On the new players, the chairman of the Manchester United Supporters Trust, Nick Towle, wrote: "The money for these transfers does not come from the Glazers. It comes from the club's own funds. The Glazers have not put a penny of their own money into the team and never will. All funds for the team and even for the Glazers to acquire United has been borrowed by the club itself at vast cost to it (£62m a year paid out in interest, confirmed by the Glazers' own spokesman). So who actually pays for these players? Why, the fans of course. One reason why you have not heard from anti-Glazer fans about these transfers is that we are busy preparing legal challenges against the club for (i) raising ticket prices by 11-14 per cent next season, the third large rise in the two years since the Glazer takeover, and (ii) forcing season-ticket holders to join the 'Automatic Cup Scheme'."
The only good thing to have come out of the Glazer takeover, I have been told time and time again this week, is Bury-based FC United of the Northern Premier League, formed by disillusioned Reds and thriving. I have been invited to a game next season and look forward to it, if I can tear myself away from my perverse bedroom habits.
As for another bedroom habit I have been accused of this week, they say that it makes you blind. Yet I have had my eyes opened, to the determination not only of the Glazers but of all the Americans flooding into Premiership football to make money, not least Messrs Hicks and Gillett at the other end of the East Lancs Road. They are not interested in the trickledown effect, in the grassroots of the game being watered, because they are not interested in the game. I apologise for elevating them on this page last week. I should have known better, and now I do.
Who I Like This Week...
David Beckham, of course, who in England's match against Estonia on Wednesday evening did exactly what it says on the tin: expert provider of crosses leading to goals that don't seem likely to come from any other source. In the post-match assessment of Jamie Redknapp in the Sky Sports studio, Beckham "literally put it on a plate" for Peter Crouch and Michael Owen to score England's second and third goals, which made me think that football pundits should be contractually prevented from using the word "literally". But everyone knew what Redknapp was getting at, and I for one am rather glad that, as far as his international career is concerned, Beckham has literally risen like Lazarus.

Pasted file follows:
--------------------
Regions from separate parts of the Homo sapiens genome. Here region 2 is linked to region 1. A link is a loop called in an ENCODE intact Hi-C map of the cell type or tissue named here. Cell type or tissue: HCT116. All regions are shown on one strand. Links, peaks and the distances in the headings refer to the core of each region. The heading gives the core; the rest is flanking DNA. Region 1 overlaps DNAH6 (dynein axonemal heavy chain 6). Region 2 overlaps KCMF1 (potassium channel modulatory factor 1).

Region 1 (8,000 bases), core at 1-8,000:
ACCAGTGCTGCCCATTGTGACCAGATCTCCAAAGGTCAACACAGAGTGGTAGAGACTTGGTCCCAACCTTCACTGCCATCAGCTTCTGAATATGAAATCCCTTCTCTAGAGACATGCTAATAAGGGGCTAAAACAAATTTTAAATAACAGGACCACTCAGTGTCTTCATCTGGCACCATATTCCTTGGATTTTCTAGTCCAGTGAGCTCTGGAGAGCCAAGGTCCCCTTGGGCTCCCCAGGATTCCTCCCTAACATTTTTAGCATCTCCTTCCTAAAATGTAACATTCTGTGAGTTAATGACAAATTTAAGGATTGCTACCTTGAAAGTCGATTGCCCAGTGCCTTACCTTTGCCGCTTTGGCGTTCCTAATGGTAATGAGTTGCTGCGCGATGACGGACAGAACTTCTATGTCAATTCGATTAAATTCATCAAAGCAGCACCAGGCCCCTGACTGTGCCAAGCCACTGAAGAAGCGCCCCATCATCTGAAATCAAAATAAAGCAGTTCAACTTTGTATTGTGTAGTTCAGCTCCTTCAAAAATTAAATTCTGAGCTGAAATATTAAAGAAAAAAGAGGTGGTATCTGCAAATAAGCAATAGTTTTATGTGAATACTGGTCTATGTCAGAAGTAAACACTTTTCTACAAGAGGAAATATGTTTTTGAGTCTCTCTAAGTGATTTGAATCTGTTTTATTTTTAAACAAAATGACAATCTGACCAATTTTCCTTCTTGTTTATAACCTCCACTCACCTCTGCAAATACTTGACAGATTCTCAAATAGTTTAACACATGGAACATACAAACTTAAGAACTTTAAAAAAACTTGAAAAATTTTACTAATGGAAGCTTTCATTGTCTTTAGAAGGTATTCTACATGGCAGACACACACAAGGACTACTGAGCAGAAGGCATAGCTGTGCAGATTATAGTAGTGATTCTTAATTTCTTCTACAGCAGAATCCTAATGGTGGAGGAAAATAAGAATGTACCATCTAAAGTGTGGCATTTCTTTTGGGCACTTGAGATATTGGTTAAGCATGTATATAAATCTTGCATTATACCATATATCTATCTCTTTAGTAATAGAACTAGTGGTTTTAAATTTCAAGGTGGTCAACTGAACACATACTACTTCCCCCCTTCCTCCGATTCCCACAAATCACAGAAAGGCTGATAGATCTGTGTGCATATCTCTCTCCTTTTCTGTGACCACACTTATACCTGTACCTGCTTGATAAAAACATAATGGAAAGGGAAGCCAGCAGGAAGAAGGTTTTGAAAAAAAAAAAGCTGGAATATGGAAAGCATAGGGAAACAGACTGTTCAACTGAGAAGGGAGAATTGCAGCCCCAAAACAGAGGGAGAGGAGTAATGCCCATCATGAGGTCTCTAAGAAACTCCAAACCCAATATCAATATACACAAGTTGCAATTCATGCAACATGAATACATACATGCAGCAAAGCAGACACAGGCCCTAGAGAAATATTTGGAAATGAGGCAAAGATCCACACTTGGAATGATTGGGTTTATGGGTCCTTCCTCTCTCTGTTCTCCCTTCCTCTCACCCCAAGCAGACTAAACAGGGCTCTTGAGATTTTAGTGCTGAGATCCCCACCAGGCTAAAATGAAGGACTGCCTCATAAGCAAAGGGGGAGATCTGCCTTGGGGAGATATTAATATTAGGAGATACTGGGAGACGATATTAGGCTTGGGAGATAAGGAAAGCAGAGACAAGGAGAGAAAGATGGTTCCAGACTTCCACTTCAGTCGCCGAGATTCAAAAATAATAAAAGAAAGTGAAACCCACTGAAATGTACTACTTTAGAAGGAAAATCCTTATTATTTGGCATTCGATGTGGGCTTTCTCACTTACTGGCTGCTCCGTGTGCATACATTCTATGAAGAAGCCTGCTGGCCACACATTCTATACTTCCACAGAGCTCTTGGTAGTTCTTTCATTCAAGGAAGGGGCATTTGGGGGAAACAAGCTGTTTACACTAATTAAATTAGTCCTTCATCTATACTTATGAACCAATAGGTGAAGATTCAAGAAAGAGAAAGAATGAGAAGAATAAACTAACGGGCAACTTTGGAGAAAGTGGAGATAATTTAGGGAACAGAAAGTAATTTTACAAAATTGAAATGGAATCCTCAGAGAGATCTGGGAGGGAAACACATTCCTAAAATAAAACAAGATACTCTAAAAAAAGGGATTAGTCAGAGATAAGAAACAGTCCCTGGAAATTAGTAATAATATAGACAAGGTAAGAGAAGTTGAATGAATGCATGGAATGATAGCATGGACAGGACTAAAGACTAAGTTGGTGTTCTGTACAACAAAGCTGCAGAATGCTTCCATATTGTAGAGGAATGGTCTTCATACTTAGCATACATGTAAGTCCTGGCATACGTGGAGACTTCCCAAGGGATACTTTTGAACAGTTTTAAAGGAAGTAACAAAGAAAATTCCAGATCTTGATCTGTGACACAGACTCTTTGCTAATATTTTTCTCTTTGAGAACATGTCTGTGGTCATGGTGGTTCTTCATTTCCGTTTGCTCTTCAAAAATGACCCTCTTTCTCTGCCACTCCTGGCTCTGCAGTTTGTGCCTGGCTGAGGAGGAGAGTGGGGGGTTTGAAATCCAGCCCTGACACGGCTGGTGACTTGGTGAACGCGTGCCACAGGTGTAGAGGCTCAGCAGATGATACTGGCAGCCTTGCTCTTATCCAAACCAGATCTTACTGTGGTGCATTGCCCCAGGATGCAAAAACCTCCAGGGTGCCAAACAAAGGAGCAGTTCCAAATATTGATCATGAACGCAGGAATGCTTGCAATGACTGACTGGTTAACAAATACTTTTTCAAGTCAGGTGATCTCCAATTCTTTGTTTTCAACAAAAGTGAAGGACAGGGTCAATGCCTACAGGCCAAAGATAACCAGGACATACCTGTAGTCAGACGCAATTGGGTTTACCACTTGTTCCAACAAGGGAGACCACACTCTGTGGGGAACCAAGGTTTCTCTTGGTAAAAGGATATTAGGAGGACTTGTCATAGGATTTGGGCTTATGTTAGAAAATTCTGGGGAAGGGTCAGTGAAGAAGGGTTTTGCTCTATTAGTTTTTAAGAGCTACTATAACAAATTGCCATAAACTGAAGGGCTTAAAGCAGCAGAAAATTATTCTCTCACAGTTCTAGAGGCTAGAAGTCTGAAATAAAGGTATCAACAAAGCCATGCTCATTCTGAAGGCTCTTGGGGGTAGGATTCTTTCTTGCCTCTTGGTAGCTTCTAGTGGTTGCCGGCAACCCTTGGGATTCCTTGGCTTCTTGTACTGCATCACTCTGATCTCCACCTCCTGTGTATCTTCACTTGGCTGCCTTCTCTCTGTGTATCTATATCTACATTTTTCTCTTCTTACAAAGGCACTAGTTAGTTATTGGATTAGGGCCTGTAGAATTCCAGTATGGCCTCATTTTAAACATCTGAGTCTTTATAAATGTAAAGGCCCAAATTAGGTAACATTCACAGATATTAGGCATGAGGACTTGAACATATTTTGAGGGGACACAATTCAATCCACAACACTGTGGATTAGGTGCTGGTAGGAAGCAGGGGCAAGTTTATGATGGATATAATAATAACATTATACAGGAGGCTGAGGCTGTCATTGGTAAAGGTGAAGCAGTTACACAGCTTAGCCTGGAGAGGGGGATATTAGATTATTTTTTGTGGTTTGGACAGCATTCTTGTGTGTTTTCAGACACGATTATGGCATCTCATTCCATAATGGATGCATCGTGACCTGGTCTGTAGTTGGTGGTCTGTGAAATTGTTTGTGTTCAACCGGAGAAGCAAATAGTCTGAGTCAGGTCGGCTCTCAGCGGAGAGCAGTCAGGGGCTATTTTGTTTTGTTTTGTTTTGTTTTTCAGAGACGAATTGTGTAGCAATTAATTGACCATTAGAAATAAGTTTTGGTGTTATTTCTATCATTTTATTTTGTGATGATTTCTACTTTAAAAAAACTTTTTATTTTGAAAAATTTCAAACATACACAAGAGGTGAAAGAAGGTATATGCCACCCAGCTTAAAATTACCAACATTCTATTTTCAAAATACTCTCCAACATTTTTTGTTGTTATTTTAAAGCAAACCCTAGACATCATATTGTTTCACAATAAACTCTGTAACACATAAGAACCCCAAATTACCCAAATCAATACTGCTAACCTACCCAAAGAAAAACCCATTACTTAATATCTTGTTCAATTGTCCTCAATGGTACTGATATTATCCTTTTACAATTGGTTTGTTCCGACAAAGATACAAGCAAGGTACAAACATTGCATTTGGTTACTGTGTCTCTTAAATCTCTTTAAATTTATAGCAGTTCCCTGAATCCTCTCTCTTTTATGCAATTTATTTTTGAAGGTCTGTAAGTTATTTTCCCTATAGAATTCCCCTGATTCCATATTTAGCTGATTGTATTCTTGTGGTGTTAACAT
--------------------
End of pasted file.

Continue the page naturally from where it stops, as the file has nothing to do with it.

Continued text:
And Who I Don't
The England manager Steve McClaren's assistant Terry Venables, who looked less than ecstatic on the bench when England's Beckham-assisted goals hit the back of the Estonian net. I'm not suggesting for a second that Tel wasn't delighted to see England prevail in Tallinn, but if it is true, as has been reported, that he was very much opposed to the former captain's recall, then it seems understandable that he should have had mixed feelings about Beckham's hugely influential performance. And if that is the case then maybe it is time for Venables to be eased out of an Eng-land set-up in which his role has always seemed as clear as mud.Reuse content